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EC Spectrum Decision Expected to Boost UWB RFID Adoption

The decision spells out conditions for using ultra-wideband technology across the European Union.
By Claire Swedberg
Mar 01, 2007The European Commission (EC) has formally adopted an ultra-wideband (UWB) frequency range from 3.4 to 4.8 GHz and 6 to 8.5 GHz, for use in EC member countries. This will establish several frequency limitations requiring UWB vendors to alter their technology to meet those limits. The EC opinion mandates that all 27 participating European countries accept UWB frequencies for devices used within their borders. Member countries have six months to ratify the decision.

The EC's UWB frequency range is not as far-reaching as that of the U.S. Federal Communications Commission (FCC), however, which permits the use of 3.1 to 10.6 GHz by UWB devices in the United States. The EC decision designates the frequency bands of 3.4 to 4.8 GHz and 6 to 8.5 GHz for use by UWB RFID tags and interrogators, as well as for other applications, such as data networking. UWB devices utilizing frequencies between 4.2 GHz and 4.8 GHz will be permitted only until Dec. 31, 2010, by which time they must convert to the 6 to 8.5 GHz band, according to a spokesperson for the Radio Spectrum Committee (RSC), which assists the EC in the development and adoption of measures aimed at ensuring harmonized conditions for the available and efficient use of radio spectrum.


Jay Cadman
UWB is a wireless technology designed primarily to transmit data over short distances. Unlike HF or UHF RFID signals, which operate over a narrow frequency band, UWB devices transmit over a wide spectrum at low power, raising some concerns about interference with other technologies.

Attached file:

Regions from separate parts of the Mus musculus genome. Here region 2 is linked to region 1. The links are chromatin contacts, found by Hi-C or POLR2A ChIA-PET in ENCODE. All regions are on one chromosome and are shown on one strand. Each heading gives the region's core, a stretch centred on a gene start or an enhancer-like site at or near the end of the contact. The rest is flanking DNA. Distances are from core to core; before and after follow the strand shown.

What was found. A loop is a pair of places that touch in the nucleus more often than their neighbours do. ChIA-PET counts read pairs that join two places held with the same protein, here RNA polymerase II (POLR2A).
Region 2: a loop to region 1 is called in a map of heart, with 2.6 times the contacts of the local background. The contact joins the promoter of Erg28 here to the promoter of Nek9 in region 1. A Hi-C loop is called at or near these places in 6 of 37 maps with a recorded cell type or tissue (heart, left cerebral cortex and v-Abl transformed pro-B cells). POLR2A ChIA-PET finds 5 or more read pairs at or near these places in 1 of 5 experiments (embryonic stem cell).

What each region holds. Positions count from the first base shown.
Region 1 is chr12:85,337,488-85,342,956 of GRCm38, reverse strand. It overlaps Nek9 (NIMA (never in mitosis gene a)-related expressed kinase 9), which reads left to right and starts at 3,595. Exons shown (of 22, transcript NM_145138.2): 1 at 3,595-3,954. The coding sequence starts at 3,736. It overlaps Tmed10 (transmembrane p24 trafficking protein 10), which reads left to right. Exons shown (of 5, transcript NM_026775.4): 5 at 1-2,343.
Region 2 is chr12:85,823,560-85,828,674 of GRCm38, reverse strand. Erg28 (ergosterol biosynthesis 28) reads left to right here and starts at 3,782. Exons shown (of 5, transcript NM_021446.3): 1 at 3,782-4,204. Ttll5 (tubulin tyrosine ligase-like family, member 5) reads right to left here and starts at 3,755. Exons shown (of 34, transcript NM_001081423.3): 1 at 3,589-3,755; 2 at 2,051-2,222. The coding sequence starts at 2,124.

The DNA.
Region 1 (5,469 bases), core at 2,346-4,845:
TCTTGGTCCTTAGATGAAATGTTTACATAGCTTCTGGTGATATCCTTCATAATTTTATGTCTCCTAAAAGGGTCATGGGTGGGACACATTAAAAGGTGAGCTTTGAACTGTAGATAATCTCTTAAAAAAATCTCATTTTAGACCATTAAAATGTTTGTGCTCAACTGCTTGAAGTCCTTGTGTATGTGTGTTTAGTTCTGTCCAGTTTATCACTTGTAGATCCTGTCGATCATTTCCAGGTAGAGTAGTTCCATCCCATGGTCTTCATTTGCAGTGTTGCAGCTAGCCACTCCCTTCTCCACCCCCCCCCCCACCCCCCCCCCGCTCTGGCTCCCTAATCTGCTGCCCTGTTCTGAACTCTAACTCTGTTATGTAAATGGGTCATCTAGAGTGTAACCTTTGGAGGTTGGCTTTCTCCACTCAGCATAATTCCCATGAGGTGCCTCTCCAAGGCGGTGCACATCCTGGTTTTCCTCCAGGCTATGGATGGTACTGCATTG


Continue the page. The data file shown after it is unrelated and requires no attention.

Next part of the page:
While the FCC sanctioned the use of UWB in 2002, few UWB products have yet hit the market, says Robert Fontana, president of Multispectral Solutions Inc. (MSSI), a provider of UWB RFID tags and readers. As such, interference has not yet been an issue.

The European Conference of Postal and Telecommunications Administrations (CEPT) undertook research for the mandate approved by the EC. CEPT developed the decision's technical conditions following compatibility studies showing how UWB transmissions might affect other spectrum uses.

The EC's decision is good news for both end users and vendors, claims the RSC spokesperson. Of 253 votes, only 17 members from Finland and Sweden voted against the measure, while several others abstained.

British UWB technology vendor Ubisense applauded this development. The company is marketing a UWB real-time location system (RTLS) that operates between 5.8 and 7.2 GHz. The company, which markets its products in both the United States and Europe, sits on a subcommittee for the working group that made recommendations to CEPT.

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